New Canadian laws will affect temporary foreign workers
Dear Mr Brown:
I am a Jamaican who is in Canada on the Temporary Foreign Worker programme and I currently work in the fast food service industry. Recently, there was a moratorium, which I understand has ended. Could you please advise me how the new changes will affect my status going forward? I await your urgent response.
The Government of Canada announced a significant overhaul of the Temporary Foreign Worker Programme (TFWP) on June 20, 2014. The overhaul attempts to balance both the rights of Canadian workers and foreign workers in responding to labour shortage demands in Canada. Currently, the number of temporary foreign workers has surpassed the number of permanent residents Canada accepts each year. As a result, the government is expected to reduce the overall number of temporary foreign workers.
The hiring of foreign workers by Canadian employers is supposed to be the last resort to address labour demands. As such, Canadians who are able and willing to work must be given the opportunity. It is only if there are legitimate labour shortages in Canada that employers are to hire foreign workers. However, due to the issue of many Canadian employers attempting to circumvent the TFWP rules by hiring foreign workers for lower wages, rather than Canadian workers, the reforms were made in an attempt to prevent abuse and penalise employers who abuse the programme.
In response to your question, some of the material reforms of the TFWP programme will include:
* Preventing employers from hiring low-wage temporary foreign workers in regions where unemployment is high (over six per cent);
* Placing a cap on the number of workers employers can hire;
* More stringent screening process for employers to prove they need to hire a foreign worker;
* An increase in the number of compliance inspections in the workplace;
* An increase in the fines of up to C$100,000 for employers who abuse the programme;
* An increase in the application fee to C$1,000 (from C$275) that employers must pay per requested worker;
* An increase in funding for the Canada Border Services Agency so it can pursue more criminal investigations;
* The publication of the names of employers who have been given the green light to hire temporary foreign workers to increase transparency;
* A reduction in the amount of time a temporary foreign worker can be employed in Canada, from four years to two years;
* Requiring companies to reapply each year to hire low-wage Temporary Foreign Workers, instead of every two years;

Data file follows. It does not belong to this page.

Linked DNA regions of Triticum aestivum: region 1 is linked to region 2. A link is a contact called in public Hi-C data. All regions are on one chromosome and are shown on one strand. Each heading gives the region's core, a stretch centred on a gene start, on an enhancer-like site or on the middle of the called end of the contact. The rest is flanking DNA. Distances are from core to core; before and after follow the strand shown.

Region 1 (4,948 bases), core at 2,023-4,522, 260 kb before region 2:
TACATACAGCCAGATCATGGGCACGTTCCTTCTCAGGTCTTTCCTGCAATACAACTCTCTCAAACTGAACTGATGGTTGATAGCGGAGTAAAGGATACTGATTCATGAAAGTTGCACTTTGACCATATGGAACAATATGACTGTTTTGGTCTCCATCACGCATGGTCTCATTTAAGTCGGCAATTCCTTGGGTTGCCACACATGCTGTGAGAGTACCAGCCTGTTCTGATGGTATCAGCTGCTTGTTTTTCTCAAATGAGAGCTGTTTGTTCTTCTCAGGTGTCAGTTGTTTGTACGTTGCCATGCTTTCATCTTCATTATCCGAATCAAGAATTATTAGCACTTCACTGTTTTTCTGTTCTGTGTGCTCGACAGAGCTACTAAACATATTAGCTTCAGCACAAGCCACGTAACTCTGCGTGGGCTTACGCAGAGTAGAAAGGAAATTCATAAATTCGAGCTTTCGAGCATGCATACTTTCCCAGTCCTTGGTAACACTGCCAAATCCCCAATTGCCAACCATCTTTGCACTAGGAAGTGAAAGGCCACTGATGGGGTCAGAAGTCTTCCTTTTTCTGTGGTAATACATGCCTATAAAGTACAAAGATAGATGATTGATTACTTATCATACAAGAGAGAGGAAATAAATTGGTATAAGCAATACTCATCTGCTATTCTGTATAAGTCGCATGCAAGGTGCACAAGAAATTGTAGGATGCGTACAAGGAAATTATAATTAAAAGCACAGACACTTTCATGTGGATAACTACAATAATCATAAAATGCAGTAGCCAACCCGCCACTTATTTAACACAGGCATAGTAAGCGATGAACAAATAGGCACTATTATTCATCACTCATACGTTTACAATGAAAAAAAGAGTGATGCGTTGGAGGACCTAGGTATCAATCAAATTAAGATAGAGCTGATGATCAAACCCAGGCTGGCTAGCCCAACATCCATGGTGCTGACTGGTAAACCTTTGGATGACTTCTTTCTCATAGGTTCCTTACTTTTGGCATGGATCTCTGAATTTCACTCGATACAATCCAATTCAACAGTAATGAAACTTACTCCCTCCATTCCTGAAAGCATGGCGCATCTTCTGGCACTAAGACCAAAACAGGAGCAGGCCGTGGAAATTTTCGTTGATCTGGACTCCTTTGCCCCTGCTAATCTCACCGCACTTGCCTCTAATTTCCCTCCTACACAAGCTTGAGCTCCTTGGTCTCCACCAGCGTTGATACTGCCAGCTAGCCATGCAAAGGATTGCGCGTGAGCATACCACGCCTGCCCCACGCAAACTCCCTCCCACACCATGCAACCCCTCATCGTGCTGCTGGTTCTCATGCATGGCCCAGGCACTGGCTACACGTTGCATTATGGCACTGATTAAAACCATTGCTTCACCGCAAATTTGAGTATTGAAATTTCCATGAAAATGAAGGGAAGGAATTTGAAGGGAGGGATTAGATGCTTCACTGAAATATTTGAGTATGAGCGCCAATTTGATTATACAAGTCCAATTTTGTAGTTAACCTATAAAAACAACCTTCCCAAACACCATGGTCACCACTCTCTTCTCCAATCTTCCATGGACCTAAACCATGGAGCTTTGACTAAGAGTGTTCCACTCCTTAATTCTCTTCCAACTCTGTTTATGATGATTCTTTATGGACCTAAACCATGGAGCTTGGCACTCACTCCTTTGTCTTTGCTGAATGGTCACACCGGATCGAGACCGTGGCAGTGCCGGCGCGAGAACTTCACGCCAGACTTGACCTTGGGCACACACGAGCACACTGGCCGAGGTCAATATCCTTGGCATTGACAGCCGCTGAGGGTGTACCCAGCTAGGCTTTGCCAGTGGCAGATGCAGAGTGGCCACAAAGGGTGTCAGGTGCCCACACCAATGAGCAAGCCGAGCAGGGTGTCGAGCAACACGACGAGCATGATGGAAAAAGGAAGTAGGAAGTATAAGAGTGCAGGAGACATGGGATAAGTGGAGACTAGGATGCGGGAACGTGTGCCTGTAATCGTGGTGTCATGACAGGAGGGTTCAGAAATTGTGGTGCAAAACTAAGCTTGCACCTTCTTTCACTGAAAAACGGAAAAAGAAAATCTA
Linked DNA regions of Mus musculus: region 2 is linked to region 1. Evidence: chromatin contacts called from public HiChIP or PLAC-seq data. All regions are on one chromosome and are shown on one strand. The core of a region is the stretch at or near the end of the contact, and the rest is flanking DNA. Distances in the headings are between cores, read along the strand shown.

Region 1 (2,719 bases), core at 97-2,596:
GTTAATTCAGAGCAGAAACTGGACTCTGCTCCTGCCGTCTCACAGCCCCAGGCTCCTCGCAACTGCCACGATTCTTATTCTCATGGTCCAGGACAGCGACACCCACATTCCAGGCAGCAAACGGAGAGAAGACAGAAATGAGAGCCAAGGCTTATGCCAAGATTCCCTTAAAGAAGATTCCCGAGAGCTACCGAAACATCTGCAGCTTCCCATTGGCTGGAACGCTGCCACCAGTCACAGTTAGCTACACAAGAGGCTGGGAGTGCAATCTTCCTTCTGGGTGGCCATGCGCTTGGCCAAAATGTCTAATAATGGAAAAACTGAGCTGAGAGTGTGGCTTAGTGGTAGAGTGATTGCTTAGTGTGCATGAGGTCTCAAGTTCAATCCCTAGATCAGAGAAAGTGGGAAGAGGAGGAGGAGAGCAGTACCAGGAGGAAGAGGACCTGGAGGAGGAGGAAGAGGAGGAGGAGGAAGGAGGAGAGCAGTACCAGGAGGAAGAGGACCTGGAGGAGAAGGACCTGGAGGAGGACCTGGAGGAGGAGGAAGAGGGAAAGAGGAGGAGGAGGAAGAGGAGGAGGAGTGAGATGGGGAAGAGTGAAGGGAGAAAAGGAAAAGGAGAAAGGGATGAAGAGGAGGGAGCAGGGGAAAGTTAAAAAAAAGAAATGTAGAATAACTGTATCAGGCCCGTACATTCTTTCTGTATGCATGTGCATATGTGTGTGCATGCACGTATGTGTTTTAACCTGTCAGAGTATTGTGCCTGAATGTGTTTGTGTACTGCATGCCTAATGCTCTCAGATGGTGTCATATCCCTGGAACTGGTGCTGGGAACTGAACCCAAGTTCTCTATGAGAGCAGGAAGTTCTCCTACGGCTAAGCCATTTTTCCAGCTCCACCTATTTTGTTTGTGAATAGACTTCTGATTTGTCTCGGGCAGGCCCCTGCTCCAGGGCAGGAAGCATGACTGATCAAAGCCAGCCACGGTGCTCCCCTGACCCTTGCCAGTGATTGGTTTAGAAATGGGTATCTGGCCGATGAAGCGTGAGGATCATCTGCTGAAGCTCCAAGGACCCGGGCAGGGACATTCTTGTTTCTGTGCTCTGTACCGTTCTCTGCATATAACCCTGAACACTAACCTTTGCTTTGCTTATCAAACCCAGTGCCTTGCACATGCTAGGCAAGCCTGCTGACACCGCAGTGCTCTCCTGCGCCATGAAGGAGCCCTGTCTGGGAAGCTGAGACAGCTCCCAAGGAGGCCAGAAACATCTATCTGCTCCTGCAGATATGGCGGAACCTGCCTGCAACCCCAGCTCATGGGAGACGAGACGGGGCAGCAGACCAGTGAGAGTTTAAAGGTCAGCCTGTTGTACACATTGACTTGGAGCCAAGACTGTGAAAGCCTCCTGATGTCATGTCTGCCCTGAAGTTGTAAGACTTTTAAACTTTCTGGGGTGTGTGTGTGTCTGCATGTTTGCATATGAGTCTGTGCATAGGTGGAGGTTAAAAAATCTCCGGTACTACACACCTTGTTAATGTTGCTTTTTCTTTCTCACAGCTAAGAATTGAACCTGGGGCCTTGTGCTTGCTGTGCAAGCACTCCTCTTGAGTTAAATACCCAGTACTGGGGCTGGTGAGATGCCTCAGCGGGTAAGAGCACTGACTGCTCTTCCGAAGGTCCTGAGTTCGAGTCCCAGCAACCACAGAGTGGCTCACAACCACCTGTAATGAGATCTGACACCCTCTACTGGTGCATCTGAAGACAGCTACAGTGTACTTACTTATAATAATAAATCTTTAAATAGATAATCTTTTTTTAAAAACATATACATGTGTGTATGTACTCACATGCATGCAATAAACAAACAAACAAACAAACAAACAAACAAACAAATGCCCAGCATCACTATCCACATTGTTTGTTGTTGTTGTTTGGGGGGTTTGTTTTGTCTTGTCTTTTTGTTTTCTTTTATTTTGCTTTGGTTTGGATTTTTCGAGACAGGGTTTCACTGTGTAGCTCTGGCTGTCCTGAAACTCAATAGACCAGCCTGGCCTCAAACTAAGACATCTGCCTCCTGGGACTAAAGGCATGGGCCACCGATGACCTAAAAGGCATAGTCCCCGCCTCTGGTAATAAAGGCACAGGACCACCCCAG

* Requiring employers who hire Temporary Foreign Workers to promise not to lay off any Canadian workers or cut their hours, and the employers must advise the government how many Canadians applied and were interviewed for jobs, along with the reason Canadians were not hired;
* The introduction of new fees for some programmes, which includes: A 'compliance fee' of $230 to be charged to certain employers, and a 'privilege fee' of C$100, to be charged to individuals who receive open work permits.
Labour Market Impact Assessment (LMIA)
The approval for work permits will come in the form of a Labour Market Impact Assessment (LMIA), which was formally known as a Labour Market Opinion (LMO). It will require government approval of jobs based on evidence provided by employers of the need to hire a non-Canadian worker. Employers requesting an LMIA will be required to provide detailed recruitment information, as well as plans for transitioning their temporary job to suit that of a Canadian citizen or permanent resident.
Accordingly, many Canadian employers will be required to seek a positive LMIA in order to bring a foreign worker to Canada. The former LMO process classified workers on the basis of their type of job in Canada. The LMIA will place less emphasis on a worker's occupation, and instead classify them according to the wages they will earn in Canada.
On the one hand, workers offered a salary that meets or exceeds the median wage in the province where they will work will be considered 'high-wage'. On the other hand, workers who will make less than the provincial median wage will be considered 'low-wage'. Effective immediately, low-wage workers can make up no more than 10 per cent of an employer's workforce. However, an exception is made for employers with less than 10 workers.
The Temporary Foreign Worker Programme will now be divided into two programmes:
1. The TFWP will require a positive LMIA.
2. The International Mobility Program will not require a positive LMIA. Certain foreign worker streams are exempt from the requirement to obtain an LMIA which are based on Canada's reciprocal employment agreements with other countries or streams that facilitate the entry of workers who will significantly benefit the Canadian economy.
For more information, please visit jamaica2canada.com
Antonn Brown, BA, (Hons), LLB, MSc, RCIC, is an immigration counsel, education agent and managing director of jamaica2canada.com— a Canadian immigration & education firm in Kingston. Send questions/comments to firstname.lastname@example.org